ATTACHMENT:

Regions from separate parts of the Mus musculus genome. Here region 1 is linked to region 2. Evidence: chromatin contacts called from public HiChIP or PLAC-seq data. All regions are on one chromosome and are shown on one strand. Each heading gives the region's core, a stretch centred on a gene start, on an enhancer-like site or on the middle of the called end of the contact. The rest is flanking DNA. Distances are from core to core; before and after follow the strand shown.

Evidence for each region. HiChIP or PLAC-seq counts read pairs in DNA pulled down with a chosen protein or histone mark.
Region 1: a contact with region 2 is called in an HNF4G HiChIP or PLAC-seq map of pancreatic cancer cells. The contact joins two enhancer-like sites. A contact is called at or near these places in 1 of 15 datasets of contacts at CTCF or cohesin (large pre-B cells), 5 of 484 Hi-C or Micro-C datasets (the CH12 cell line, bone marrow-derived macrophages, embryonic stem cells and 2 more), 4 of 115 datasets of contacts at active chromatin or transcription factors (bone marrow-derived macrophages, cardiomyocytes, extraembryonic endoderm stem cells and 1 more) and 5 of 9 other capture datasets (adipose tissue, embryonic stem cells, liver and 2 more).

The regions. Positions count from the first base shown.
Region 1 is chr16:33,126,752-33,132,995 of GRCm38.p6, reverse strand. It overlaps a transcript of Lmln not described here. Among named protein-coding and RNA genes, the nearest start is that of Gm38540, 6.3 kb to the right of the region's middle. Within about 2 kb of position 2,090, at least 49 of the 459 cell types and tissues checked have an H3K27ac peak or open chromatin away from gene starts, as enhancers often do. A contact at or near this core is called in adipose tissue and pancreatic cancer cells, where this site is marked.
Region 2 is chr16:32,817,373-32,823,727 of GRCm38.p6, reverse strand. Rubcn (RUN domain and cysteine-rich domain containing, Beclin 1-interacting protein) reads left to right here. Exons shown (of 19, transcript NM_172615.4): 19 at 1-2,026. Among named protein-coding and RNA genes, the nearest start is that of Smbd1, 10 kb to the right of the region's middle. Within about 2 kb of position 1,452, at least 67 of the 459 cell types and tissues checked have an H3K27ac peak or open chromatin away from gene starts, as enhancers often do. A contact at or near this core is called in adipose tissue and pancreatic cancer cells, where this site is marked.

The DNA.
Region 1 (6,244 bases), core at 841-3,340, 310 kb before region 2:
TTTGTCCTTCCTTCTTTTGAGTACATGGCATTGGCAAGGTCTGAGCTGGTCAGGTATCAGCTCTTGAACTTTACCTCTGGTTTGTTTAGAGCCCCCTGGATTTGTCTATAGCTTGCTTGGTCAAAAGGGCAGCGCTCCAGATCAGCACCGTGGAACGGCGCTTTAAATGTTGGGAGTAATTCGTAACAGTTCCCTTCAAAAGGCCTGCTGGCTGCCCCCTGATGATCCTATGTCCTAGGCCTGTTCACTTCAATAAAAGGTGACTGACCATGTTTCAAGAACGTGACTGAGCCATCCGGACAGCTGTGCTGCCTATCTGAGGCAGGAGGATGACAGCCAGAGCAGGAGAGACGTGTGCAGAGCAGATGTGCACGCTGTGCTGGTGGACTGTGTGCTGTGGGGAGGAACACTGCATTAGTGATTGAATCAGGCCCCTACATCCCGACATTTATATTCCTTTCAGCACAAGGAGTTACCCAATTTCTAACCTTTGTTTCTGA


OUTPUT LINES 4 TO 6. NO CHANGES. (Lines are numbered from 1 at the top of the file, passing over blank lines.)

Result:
The regions. Positions count from the first base shown.
Region 1 is chr16:33,126,752-33,132,995 of GRCm38.p6, reverse strand. It overlaps a transcript of Lmln not described here. Among named protein-coding and RNA genes, the nearest start is that of Gm38540, 6.3 kb to the right of the region's middle. Within about 2 kb of position 2,090, at least 49 of the 459 cell types and tissues checked have an H3K27ac peak or open chromatin away from gene starts, as enhancers often do. A contact at or near this core is called in adipose tissue and pancreatic cancer cells, where this site is marked.
Region 2 is chr16:32,817,373-32,823,727 of GRCm38.p6, reverse strand. Rubcn (RUN domain and cysteine-rich domain containing, Beclin 1-interacting protein) reads left to right here. Exons shown (of 19, transcript NM_172615.4): 19 at 1-2,026. Among named protein-coding and RNA genes, the nearest start is that of Smbd1, 10 kb to the right of the region's middle. Within about 2 kb of position 1,452, at least 67 of the 459 cell types and tissues checked have an H3K27ac peak or open chromatin away from gene starts, as enhancers often do. A contact at or near this core is called in adipose tissue and pancreatic cancer cells, where this site is marked.